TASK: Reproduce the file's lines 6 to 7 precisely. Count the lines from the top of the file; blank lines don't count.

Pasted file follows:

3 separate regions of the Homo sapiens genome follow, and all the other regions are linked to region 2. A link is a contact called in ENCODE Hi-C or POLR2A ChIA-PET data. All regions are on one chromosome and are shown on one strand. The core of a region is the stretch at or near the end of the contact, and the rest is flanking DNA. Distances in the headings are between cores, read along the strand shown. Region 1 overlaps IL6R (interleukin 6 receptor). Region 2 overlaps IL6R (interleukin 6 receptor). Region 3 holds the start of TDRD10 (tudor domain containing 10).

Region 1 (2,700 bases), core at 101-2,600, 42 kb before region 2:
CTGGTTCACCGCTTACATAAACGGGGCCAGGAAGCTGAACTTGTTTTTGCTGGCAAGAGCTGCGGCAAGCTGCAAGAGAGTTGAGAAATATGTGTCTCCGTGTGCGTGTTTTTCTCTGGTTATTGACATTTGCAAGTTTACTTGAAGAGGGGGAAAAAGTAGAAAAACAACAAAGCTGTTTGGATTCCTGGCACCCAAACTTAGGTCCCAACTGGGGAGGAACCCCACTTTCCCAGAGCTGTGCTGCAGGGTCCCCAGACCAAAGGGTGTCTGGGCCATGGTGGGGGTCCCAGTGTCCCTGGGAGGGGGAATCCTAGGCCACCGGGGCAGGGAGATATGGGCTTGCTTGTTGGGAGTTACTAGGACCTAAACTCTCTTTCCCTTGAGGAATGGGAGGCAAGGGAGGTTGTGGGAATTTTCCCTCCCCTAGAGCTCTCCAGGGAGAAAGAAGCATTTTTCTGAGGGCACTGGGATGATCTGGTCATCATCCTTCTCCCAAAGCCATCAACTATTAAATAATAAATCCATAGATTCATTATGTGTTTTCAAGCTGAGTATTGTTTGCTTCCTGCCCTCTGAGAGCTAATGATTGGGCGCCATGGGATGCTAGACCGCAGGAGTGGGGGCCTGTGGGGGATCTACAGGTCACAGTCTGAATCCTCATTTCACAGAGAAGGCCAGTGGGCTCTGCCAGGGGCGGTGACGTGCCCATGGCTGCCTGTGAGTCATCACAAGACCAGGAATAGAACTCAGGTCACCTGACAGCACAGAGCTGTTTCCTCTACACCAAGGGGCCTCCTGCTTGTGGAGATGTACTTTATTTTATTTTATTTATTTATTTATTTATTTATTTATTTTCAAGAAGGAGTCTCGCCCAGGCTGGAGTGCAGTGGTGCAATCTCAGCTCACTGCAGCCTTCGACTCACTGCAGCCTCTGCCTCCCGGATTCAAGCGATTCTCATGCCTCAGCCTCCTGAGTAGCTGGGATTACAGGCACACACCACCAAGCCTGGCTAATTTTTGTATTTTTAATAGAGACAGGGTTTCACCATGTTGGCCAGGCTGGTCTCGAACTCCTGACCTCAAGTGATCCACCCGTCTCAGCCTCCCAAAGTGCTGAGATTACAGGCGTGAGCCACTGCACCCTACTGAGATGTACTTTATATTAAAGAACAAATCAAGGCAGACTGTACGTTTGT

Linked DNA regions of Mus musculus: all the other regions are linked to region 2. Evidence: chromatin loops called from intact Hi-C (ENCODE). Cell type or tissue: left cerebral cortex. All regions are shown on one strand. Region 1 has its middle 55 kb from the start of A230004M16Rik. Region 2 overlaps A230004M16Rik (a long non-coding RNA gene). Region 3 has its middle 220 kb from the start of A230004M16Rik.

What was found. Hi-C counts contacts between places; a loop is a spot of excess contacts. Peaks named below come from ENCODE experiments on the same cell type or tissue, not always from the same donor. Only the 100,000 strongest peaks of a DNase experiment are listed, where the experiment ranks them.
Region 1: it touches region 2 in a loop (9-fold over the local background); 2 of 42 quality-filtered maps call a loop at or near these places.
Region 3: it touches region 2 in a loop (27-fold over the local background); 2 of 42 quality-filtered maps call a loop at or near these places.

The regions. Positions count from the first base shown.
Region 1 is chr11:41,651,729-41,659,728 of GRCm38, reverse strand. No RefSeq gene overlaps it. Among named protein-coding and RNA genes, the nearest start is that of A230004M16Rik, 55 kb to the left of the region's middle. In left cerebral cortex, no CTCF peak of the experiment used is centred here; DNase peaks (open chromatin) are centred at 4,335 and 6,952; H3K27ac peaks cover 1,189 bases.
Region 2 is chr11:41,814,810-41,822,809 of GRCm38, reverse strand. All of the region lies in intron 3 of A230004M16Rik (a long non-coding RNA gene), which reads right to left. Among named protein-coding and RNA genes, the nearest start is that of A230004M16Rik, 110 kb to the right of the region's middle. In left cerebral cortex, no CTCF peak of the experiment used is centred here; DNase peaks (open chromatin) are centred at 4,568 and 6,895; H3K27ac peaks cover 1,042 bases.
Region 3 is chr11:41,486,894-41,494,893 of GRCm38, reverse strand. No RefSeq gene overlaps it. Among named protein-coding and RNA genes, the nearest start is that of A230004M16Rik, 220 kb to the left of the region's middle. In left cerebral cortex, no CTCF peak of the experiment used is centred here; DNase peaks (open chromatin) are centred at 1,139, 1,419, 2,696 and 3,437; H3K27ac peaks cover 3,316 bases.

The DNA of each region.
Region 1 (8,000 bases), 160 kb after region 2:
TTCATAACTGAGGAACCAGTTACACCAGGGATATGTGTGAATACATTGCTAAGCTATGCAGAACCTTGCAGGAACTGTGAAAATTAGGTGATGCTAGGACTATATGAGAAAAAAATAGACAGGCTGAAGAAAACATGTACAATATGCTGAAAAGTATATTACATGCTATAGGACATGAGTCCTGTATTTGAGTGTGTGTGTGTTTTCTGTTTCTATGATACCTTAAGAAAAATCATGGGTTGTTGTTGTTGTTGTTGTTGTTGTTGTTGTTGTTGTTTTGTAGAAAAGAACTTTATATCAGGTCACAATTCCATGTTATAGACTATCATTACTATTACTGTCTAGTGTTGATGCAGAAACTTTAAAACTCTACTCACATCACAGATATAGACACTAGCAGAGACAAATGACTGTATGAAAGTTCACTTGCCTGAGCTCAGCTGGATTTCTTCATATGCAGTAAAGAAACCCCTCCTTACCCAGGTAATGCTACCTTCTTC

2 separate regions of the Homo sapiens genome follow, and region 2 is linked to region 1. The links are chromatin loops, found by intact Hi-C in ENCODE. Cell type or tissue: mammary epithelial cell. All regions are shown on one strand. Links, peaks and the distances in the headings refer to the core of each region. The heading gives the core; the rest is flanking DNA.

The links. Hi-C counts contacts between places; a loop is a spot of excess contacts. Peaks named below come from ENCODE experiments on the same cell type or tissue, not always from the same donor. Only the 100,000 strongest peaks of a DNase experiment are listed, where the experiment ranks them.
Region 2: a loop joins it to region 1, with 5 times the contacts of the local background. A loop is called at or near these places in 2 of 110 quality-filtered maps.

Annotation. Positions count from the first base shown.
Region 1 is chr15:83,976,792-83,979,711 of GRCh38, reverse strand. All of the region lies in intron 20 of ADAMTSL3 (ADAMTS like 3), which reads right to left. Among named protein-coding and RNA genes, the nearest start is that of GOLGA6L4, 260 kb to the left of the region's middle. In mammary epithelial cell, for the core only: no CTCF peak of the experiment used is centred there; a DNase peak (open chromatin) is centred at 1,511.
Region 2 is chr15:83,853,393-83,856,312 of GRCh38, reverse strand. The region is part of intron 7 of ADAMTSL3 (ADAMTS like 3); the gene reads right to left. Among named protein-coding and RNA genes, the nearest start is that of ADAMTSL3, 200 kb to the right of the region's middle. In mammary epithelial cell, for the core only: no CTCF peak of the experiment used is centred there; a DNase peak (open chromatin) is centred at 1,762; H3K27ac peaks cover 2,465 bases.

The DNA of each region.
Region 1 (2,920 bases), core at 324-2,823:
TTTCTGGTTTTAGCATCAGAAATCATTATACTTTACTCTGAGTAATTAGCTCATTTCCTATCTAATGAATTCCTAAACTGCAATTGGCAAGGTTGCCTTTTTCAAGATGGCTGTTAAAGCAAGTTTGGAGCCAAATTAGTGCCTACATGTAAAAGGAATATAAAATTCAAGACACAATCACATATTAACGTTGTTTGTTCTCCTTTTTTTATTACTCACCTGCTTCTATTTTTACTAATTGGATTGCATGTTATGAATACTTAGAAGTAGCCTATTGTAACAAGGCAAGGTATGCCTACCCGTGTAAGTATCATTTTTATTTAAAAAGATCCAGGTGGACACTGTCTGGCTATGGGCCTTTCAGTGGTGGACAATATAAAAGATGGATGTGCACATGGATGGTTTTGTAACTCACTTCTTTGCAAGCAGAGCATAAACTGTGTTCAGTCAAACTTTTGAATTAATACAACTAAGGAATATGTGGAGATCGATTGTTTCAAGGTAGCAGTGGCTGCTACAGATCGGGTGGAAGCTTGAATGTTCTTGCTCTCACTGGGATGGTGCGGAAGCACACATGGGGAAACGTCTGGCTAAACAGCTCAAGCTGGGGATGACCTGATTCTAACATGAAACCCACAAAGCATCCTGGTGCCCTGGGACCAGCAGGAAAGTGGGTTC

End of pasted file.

Region 1: it touches region 2 in a loop (9-fold over the local background); 2 of 42 quality-filtered maps call a loop at or near these places.
Region 3: it touches region 2 in a loop (27-fold over the local background); 2 of 42 quality-filtered maps call a loop at or near these places.